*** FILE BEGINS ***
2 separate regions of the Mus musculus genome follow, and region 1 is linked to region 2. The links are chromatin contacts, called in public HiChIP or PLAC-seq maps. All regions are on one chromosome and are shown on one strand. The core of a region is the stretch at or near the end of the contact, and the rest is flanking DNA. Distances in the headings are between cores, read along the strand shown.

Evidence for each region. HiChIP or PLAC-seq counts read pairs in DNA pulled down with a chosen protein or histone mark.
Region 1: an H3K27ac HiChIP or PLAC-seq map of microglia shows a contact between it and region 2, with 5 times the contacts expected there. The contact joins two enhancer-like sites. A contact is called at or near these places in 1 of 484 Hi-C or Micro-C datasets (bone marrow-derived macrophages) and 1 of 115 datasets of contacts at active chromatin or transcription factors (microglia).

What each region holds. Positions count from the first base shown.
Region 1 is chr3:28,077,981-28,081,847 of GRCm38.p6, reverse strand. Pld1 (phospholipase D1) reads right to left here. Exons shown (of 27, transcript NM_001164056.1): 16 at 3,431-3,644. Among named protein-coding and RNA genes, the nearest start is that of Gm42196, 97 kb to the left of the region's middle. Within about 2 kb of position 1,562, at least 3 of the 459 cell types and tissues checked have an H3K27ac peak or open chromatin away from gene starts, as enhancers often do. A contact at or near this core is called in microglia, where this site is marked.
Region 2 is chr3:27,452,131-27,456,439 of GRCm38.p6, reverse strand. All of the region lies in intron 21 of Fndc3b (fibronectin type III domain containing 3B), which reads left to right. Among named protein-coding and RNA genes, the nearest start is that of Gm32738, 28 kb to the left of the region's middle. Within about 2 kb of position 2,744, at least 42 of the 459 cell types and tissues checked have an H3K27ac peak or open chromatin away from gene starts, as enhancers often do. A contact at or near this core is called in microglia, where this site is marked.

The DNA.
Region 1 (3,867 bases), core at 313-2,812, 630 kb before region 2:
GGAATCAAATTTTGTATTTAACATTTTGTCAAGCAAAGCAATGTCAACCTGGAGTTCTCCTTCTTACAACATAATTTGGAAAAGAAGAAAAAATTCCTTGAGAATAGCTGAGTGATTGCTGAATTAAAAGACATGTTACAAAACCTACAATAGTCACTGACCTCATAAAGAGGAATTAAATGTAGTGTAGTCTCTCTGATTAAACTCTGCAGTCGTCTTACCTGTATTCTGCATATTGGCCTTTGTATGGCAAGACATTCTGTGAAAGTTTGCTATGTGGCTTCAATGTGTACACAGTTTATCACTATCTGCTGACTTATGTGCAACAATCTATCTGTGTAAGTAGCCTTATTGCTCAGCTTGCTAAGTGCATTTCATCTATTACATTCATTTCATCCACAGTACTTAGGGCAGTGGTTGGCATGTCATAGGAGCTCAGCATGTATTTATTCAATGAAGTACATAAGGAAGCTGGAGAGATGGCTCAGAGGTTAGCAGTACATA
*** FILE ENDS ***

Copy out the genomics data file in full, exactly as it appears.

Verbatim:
2 separate regions of the Mus musculus genome follow, and region 1 is linked to region 2. The links are chromatin contacts, called in public HiChIP or PLAC-seq maps. All regions are on one chromosome and are shown on one strand. The core of a region is the stretch at or near the end of the contact, and the rest is flanking DNA. Distances in the headings are between cores, read along the strand shown.

Evidence for each region. HiChIP or PLAC-seq counts read pairs in DNA pulled down with a chosen protein or histone mark.
Region 1: an H3K27ac HiChIP or PLAC-seq map of microglia shows a contact between it and region 2, with 5 times the contacts expected there. The contact joins two enhancer-like sites. A contact is called at or near these places in 1 of 484 Hi-C or Micro-C datasets (bone marrow-derived macrophages) and 1 of 115 datasets of contacts at active chromatin or transcription factors (microglia).

What each region holds. Positions count from the first base shown.
Region 1 is chr3:28,077,981-28,081,847 of GRCm38.p6, reverse strand. Pld1 (phospholipase D1) reads right to left here. Exons shown (of 27, transcript NM_001164056.1): 16 at 3,431-3,644. Among named protein-coding and RNA genes, the nearest start is that of Gm42196, 97 kb to the left of the region's middle. Within about 2 kb of position 1,562, at least 3 of the 459 cell types and tissues checked have an H3K27ac peak or open chromatin away from gene starts, as enhancers often do. A contact at or near this core is called in microglia, where this site is marked.
Region 2 is chr3:27,452,131-27,456,439 of GRCm38.p6, reverse strand. All of the region lies in intron 21 of Fndc3b (fibronectin type III domain containing 3B), which reads left to right. Among named protein-coding and RNA genes, the nearest start is that of Gm32738, 28 kb to the left of the region's middle. Within about 2 kb of position 2,744, at least 42 of the 459 cell types and tissues checked have an H3K27ac peak or open chromatin away from gene starts, as enhancers often do. A contact at or near this core is called in microglia, where this site is marked.

The DNA.
Region 1 (3,867 bases), core at 313-2,812, 630 kb before region 2:
GGAATCAAATTTTGTATTTAACATTTTGTCAAGCAAAGCAATGTCAACCTGGAGTTCTCCTTCTTACAACATAATTTGGAAAAGAAGAAAAAATTCCTTGAGAATAGCTGAGTGATTGCTGAATTAAAAGACATGTTACAAAACCTACAATAGTCACTGACCTCATAAAGAGGAATTAAATGTAGTGTAGTCTCTCTGATTAAACTCTGCAGTCGTCTTACCTGTATTCTGCATATTGGCCTTTGTATGGCAAGACATTCTGTGAAAGTTTGCTATGTGGCTTCAATGTGTACACAGTTTATCACTATCTGCTGACTTATGTGCAACAATCTATCTGTGTAAGTAGCCTTATTGCTCAGCTTGCTAAGTGCATTTCATCTATTACATTCATTTCATCCACAGTACTTAGGGCAGTGGTTGGCATGTCATAGGAGCTCAGCATGTATTTATTCAATGAAGTACATAAGGAAGCTGGAGAGATGGCTCAGAGGTTAGCAGTACATA